UCSF AIDS pioneer James W. Dilley, executive director of the UCSF AIDS Health Project, has been awarded the Richard L. Schlegel National Legion of Honor Award for his outstanding contributions to the gay, lesbian, bisexual and transgender communities in their fight against HIV and AIDS.
A clinical professor of psychiatry at UCSF, Dilley was chosen for his groundbreaking work as one of the founders of the AIDS Health Project (AHP) and service as its executive director since 1984. In that time, AHP has grown from a staff of five to a staff of more than 100 full- and part-time employees.
The award, given by the Gay, Lesbian, Bisexual and Transgender (GLBT) Resource Center at American University, recognizes Dilley as a "Visionary Leader" in the national fight against HIV/AIDS. The award ceremony was held April 12 on the campus of the American University in Washington, DC.
Dilley was among the pioneers in the field of AIDS care and quickly became a leader in the field. Since 1984, his uninterrupted efforts to research and promote the importance of HIV-related mental health and to develop and provide innovative HIV-related mental health services make him remarkable.
|James W. Dilley, right, executive director of the UCSF AIDS Health Project, receives the Richard L. Schlegel National Legion of Honor Award for his fight against HIV and AIDS.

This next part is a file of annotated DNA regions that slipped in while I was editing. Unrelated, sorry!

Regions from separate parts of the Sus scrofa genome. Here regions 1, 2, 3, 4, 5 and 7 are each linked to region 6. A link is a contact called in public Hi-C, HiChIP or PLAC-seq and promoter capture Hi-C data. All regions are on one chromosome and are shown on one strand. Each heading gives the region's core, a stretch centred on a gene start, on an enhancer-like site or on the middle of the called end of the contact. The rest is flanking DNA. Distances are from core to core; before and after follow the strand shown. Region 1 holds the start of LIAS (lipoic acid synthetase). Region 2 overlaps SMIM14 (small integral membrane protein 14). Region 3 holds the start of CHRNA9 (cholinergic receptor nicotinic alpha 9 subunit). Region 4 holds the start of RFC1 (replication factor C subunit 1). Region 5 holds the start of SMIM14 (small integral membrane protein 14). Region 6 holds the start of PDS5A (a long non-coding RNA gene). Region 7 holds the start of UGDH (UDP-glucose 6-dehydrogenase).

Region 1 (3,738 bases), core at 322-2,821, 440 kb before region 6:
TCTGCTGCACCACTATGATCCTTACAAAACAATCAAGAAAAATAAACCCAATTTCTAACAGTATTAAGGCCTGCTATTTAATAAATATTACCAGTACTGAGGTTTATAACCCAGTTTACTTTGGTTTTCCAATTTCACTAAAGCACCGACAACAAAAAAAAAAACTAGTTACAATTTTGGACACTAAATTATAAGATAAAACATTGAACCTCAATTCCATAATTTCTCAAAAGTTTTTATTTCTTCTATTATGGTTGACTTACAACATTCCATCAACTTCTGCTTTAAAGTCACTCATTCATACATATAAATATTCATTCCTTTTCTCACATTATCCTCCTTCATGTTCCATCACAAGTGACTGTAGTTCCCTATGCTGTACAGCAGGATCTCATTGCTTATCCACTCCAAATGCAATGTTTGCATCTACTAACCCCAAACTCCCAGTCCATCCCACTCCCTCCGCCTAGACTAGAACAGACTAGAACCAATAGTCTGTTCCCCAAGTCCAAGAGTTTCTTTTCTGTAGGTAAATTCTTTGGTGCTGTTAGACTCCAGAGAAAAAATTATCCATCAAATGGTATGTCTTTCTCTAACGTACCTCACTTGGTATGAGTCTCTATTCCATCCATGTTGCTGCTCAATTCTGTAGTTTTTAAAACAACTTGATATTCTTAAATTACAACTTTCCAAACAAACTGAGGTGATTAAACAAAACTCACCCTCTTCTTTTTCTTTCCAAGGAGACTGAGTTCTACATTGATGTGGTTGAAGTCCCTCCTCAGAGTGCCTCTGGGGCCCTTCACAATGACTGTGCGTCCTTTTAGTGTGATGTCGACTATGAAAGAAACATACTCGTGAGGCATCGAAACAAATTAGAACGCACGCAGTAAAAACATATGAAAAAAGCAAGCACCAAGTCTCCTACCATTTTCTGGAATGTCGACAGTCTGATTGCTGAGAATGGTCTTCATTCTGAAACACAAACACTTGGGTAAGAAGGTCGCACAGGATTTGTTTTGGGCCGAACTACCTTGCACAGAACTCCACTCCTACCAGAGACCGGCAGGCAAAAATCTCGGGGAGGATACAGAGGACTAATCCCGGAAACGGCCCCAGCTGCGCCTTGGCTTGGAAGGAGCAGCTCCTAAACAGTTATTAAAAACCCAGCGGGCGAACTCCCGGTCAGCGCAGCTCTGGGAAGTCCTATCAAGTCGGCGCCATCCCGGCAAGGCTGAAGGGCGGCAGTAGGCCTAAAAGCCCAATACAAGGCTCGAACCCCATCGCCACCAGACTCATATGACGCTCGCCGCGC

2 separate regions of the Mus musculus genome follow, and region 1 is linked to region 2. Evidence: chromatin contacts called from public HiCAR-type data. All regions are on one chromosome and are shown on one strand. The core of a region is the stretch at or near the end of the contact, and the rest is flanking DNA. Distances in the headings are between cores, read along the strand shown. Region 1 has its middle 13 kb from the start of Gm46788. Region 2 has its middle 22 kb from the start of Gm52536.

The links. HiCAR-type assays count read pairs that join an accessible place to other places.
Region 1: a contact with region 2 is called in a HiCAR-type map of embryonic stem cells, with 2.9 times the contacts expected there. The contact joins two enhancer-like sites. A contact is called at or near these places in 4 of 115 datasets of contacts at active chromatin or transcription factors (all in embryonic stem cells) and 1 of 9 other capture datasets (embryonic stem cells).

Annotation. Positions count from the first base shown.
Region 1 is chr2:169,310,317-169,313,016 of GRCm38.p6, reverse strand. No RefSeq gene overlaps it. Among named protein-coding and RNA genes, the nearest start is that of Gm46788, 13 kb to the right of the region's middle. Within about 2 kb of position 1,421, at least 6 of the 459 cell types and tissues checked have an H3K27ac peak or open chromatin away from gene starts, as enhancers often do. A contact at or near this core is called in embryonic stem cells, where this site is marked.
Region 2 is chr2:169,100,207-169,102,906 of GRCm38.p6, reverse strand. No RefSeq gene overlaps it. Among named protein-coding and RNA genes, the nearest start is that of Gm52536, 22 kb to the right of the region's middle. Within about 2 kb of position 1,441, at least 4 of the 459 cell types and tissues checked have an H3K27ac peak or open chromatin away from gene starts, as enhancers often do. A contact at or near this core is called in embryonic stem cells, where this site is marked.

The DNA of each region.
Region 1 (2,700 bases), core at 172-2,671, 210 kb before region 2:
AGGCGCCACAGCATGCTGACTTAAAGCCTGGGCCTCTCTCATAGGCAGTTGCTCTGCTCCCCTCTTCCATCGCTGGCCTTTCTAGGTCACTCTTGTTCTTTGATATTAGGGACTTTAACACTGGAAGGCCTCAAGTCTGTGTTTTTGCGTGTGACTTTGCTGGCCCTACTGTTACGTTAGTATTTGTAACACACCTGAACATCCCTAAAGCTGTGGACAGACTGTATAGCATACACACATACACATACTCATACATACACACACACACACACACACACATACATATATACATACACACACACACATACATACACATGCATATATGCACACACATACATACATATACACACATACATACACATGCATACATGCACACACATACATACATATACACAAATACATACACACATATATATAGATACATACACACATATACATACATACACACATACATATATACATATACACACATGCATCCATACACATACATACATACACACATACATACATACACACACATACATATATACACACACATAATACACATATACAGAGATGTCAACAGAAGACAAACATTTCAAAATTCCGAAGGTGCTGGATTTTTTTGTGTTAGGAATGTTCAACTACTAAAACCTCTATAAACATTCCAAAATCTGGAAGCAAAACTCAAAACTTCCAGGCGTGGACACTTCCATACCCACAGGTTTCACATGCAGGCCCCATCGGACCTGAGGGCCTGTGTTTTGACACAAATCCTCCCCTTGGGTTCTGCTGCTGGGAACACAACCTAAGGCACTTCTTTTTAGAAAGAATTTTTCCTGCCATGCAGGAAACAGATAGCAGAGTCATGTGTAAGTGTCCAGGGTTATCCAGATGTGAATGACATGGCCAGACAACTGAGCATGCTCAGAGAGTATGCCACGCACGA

Dilley started working with AIDS in 1982, providing psychiatric care to patients at San Francisco General Hospital, a key institution of care in one of the epicenters of the epidemic. His work there and then at AHP was central to the development of the mental health component of the widely replicated "San Francisco Model" of AIDS care.
Dilley has widely published on AIDS and mental health and has lectured extensively about the psychiatric and neuropsychological aspects of the HIV disease, earning a national reputation for his work. One effect of this work has been the promoting of gay men's mental health through his research into the psychological challenges to both HIV prevention and HIV care and his subsequent development of programs to meet these psychological challenges.
Since 1984, the mission of AHP has been to provide culturally sensitive counseling and education to stop the spread of HIV infection, and to help people face the emotional, psychological, and social challenges of living with HIV. AHP serves more than 10,000 clients annually.
Richard L. Schlegel, an American University alumnus and a pioneer in the GLBT civil rights movement, fought discrimination based on sexual orientation in the late 1950s and early 1960s, long before GLBT rights were discussed openly. His own wrongful termination case against the Department of the Army, Schlegel vs. United States, was pursued all the way to the US Supreme Court.
American University's Gay, Lesbian, Bisexual, Transgender, and Ally Resource Center works to strengthen and sustain an inclusive campus community that welcomes people of all sexual orientations and gender identities by providing support, educational resources, and advocacy.
Located in Washington, DC, American University
is a leader in global education, enrolling a diverse student body from throughout the US and more than 150 countries and providing opportunities for academic excellence, public service, and internships in the nation's capital and around the world.
UCSF AIDS Health Project